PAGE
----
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New Zealand tobacco retailers’ understandings of and attitudes towards selling Electronic Nicotine Delivery Systems: a qualitative exploration
  1. Jerram Bateman1,
  2. Lindsay Robertson2,
  3. Louise Marsh3,
  4. Louise Thornley4,
  5. Janet Hoek4,5
  1. 1Department of Preventive and Social Medicine, University of Otago, Dunedin, New Zealand
  2. 2Department for Health, University of Bath, Bath, UK
  3. 3Department of Preventive and Social Medicine, Cancer Society Social and Behavioual Research Unit, University of Otago, Dunedin, New Zealand
  4. 4Department of Public Health, University of Otago, Wellington, New Zealand
  5. 5Department of Marketing, University of Otago, Dunedin, New Zealand
  1. Correspondence to Professor Janet Hoek, Public Health, University of Otago, Wellington, New Zealand; janet.hoek{at}


Introduction In 2017, the New Zealand Government signalled its intent to legalise the widespread sale of Electronic Nicotine Delivery Systems (ENDS), which many New Zealand retailers have actually sold for several years. Although ENDS uptake may reduce the harm smokers face, it requires them to adopt an entirely new practice; we therefore explored how effectively existing non-specialist tobacco retailers could advise and support potential quitters.

Methods Using in-depth interviews with 18 tobacco retailers (prior to legislative change), we explored knowledge of ENDS, attitudes towards selling ENDS and supporting customers’ cessation attempts, perceptions of ENDS’ risks and benefits, and views on the proposed legislation.

Results Participants generally had poor knowledge of ENDS products and provided either no advice or gave incorrect information to customers. They believed that the main benefit consumers would realise from using ENDS rather than tobacco would be cost savings; relatively, few saw ENDS as smoking cessation devices. Those who stocked ENDS did so despite reporting very low customer demand, and saw tobacco as more important to their business than ENDS, citing higher repeat business, ancillary sales and rebates. Participants typically supported liberalising ENDS availability, though several expressed concerns about potential youth uptake.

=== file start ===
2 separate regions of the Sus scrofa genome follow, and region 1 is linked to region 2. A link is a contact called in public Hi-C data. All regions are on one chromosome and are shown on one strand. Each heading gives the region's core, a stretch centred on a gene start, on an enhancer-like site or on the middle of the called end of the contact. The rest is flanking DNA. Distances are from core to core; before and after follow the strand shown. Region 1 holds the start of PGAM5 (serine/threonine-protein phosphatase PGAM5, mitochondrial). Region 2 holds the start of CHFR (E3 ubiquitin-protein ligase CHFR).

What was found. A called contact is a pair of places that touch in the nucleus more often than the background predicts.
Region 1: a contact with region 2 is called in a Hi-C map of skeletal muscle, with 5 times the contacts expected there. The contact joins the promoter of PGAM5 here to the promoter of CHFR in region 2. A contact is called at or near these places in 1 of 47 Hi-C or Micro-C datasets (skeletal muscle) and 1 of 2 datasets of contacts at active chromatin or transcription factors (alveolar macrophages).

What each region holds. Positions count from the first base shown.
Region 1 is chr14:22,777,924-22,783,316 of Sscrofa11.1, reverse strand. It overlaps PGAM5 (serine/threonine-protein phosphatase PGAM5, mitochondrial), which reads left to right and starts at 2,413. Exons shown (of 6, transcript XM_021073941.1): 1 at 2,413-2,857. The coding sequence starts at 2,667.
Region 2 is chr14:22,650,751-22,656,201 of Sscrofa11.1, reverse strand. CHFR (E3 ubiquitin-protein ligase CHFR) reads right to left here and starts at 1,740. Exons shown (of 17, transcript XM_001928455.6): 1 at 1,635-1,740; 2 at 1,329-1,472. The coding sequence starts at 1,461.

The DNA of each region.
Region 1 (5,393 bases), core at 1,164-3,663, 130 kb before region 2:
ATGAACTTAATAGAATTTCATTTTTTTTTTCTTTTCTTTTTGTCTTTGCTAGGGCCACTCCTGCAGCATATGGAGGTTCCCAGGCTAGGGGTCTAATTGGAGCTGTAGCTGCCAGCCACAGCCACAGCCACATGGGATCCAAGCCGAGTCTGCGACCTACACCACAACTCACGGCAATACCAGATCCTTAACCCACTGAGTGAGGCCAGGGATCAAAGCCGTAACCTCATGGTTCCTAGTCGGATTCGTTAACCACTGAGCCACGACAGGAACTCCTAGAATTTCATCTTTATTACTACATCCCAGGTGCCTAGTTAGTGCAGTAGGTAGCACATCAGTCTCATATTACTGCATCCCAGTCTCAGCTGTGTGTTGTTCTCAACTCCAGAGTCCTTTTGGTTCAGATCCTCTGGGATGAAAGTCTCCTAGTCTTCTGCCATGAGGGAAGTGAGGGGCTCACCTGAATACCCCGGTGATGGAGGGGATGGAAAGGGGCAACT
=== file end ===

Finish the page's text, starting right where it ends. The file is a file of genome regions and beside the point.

Conclusions Tobacco retailers’ limited understanding of ENDS, and the higher value they placed on tobacco, suggests they may have little capacity or inclination to support ENDS users to quit smoking. Licensing schemes for both ENDS and smoked tobacco could simultaneously reduce supply of smoked tobacco while requiring ENDS retailers to meet minimum knowledge standards.

  • tobacco control
  • retail
  • regulation
  • public policy

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  • Contributors LR and JH conceptualised the project and obtained funding; LR, JH and LM designed the interview guide and sampling procedure. LR and LT undertook the interviews. LR, JB, JH and LM analysed the data; JB, LR and JH led the overall MS development; LM and LT provided feedback on drafts. JH, LR and JB responded to the reviewers’ suggestions. JB is lead author and JH is senior author; other authors are listed in descending order of contribution. JB and JH are the MS guarantors; all authors have seen and approved the final manuscript version.

  • Funding University of Otago Research Grant, Department of Preventive and Social Medicine Strategic Grant.

  • Competing interests None declared.

  • Patient consent for publication Not required.

  • Ethics approval University of Otago Delegated Authority acting for the University Human Ethics Committee.

  • Provenance and peer review Not commissioned; externally peer reviewed.

  • Data availability statement All data relevant to the study are included in the article or uploaded as supplementary information.